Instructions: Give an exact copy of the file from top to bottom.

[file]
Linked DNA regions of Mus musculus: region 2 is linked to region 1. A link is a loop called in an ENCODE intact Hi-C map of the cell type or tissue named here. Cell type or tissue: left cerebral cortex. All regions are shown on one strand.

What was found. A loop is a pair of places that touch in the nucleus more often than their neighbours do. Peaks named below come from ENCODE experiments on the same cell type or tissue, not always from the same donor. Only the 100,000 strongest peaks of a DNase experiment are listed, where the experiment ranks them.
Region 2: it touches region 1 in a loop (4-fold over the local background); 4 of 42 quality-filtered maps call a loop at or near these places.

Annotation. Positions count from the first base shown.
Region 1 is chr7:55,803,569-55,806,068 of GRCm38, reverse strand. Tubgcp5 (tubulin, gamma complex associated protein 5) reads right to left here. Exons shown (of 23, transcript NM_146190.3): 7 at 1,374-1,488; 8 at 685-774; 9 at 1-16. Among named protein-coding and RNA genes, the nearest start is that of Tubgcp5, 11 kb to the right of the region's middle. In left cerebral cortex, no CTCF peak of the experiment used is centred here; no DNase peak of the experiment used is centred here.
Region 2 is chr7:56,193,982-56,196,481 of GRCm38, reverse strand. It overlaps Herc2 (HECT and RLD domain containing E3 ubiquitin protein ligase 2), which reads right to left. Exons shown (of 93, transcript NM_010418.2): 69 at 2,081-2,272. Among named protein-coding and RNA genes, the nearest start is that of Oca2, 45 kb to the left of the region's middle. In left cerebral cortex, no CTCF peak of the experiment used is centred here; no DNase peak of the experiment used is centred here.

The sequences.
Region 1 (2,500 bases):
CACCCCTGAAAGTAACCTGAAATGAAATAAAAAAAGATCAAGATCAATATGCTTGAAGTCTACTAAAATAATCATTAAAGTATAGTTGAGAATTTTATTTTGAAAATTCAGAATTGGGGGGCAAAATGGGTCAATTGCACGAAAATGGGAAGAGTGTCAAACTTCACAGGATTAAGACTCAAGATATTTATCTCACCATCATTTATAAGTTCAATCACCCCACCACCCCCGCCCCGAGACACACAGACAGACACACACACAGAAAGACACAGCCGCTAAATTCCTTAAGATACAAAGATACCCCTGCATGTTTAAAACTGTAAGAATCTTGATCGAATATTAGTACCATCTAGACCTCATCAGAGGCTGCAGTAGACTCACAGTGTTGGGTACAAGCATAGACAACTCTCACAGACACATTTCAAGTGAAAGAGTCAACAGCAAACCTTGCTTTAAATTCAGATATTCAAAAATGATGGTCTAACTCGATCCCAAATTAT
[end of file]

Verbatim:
Linked DNA regions of Mus musculus: region 2 is linked to region 1. A link is a loop called in an ENCODE intact Hi-C map of the cell type or tissue named here. Cell type or tissue: left cerebral cortex. All regions are shown on one strand.

What was found. A loop is a pair of places that touch in the nucleus more often than their neighbours do. Peaks named below come from ENCODE experiments on the same cell type or tissue, not always from the same donor. Only the 100,000 strongest peaks of a DNase experiment are listed, where the experiment ranks them.
Region 2: it touches region 1 in a loop (4-fold over the local background); 4 of 42 quality-filtered maps call a loop at or near these places.

Annotation. Positions count from the first base shown.
Region 1 is chr7:55,803,569-55,806,068 of GRCm38, reverse strand. Tubgcp5 (tubulin, gamma complex associated protein 5) reads right to left here. Exons shown (of 23, transcript NM_146190.3): 7 at 1,374-1,488; 8 at 685-774; 9 at 1-16. Among named protein-coding and RNA genes, the nearest start is that of Tubgcp5, 11 kb to the right of the region's middle. In left cerebral cortex, no CTCF peak of the experiment used is centred here; no DNase peak of the experiment used is centred here.
Region 2 is chr7:56,193,982-56,196,481 of GRCm38, reverse strand. It overlaps Herc2 (HECT and RLD domain containing E3 ubiquitin protein ligase 2), which reads right to left. Exons shown (of 93, transcript NM_010418.2): 69 at 2,081-2,272. Among named protein-coding and RNA genes, the nearest start is that of Oca2, 45 kb to the left of the region's middle. In left cerebral cortex, no CTCF peak of the experiment used is centred here; no DNase peak of the experiment used is centred here.

The sequences.
Region 1 (2,500 bases):
CACCCCTGAAAGTAACCTGAAATGAAATAAAAAAAGATCAAGATCAATATGCTTGAAGTCTACTAAAATAATCATTAAAGTATAGTTGAGAATTTTATTTTGAAAATTCAGAATTGGGGGGCAAAATGGGTCAATTGCACGAAAATGGGAAGAGTGTCAAACTTCACAGGATTAAGACTCAAGATATTTATCTCACCATCATTTATAAGTTCAATCACCCCACCACCCCCGCCCCGAGACACACAGACAGACACACACACAGAAAGACACAGCCGCTAAATTCCTTAAGATACAAAGATACCCCTGCATGTTTAAAACTGTAAGAATCTTGATCGAATATTAGTACCATCTAGACCTCATCAGAGGCTGCAGTAGACTCACAGTGTTGGGTACAAGCATAGACAACTCTCACAGACACATTTCAAGTGAAAGAGTCAACAGCAAACCTTGCTTTAAATTCAGATATTCAAAAATGATGGTCTAACTCGATCCCAAATTAT